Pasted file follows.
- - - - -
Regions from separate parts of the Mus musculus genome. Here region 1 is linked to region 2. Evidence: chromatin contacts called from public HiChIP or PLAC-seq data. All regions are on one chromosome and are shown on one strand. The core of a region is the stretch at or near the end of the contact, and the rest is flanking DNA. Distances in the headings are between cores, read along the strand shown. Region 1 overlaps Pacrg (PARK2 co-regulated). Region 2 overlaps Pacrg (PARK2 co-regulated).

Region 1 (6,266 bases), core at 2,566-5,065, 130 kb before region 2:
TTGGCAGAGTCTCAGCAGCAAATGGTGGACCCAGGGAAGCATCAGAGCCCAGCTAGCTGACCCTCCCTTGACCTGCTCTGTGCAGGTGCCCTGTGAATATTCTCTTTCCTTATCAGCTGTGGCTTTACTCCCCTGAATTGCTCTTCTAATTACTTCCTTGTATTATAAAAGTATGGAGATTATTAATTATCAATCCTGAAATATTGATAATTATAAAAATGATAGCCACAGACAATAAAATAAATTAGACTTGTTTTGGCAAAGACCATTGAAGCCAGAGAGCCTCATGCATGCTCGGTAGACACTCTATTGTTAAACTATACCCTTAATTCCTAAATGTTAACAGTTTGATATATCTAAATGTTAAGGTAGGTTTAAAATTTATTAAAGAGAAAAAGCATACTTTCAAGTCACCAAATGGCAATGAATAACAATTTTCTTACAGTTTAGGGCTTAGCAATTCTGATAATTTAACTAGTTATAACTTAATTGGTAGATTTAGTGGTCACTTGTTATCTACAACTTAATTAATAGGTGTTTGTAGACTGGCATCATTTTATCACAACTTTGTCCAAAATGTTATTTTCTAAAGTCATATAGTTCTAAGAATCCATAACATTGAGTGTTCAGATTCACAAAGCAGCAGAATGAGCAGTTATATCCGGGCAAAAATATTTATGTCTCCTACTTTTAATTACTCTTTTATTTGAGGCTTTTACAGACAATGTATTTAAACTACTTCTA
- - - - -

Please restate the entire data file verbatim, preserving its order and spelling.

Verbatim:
Regions from separate parts of the Mus musculus genome. Here region 1 is linked to region 2. Evidence: chromatin contacts called from public HiChIP or PLAC-seq data. All regions are on one chromosome and are shown on one strand. The core of a region is the stretch at or near the end of the contact, and the rest is flanking DNA. Distances in the headings are between cores, read along the strand shown. Region 1 overlaps Pacrg (PARK2 co-regulated). Region 2 overlaps Pacrg (PARK2 co-regulated).

Region 1 (6,266 bases), core at 2,566-5,065, 130 kb before region 2:
TTGGCAGAGTCTCAGCAGCAAATGGTGGACCCAGGGAAGCATCAGAGCCCAGCTAGCTGACCCTCCCTTGACCTGCTCTGTGCAGGTGCCCTGTGAATATTCTCTTTCCTTATCAGCTGTGGCTTTACTCCCCTGAATTGCTCTTCTAATTACTTCCTTGTATTATAAAAGTATGGAGATTATTAATTATCAATCCTGAAATATTGATAATTATAAAAATGATAGCCACAGACAATAAAATAAATTAGACTTGTTTTGGCAAAGACCATTGAAGCCAGAGAGCCTCATGCATGCTCGGTAGACACTCTATTGTTAAACTATACCCTTAATTCCTAAATGTTAACAGTTTGATATATCTAAATGTTAAGGTAGGTTTAAAATTTATTAAAGAGAAAAAGCATACTTTCAAGTCACCAAATGGCAATGAATAACAATTTTCTTACAGTTTAGGGCTTAGCAATTCTGATAATTTAACTAGTTATAACTTAATTGGTAGATTTAGTGGTCACTTGTTATCTACAACTTAATTAATAGGTGTTTGTAGACTGGCATCATTTTATCACAACTTTGTCCAAAATGTTATTTTCTAAAGTCATATAGTTCTAAGAATCCATAACATTGAGTGTTCAGATTCACAAAGCAGCAGAATGAGCAGTTATATCCGGGCAAAAATATTTATGTCTCCTACTTTTAATTACTCTTTTATTTGAGGCTTTTACAGACAATGTATTTAAACTACTTCTA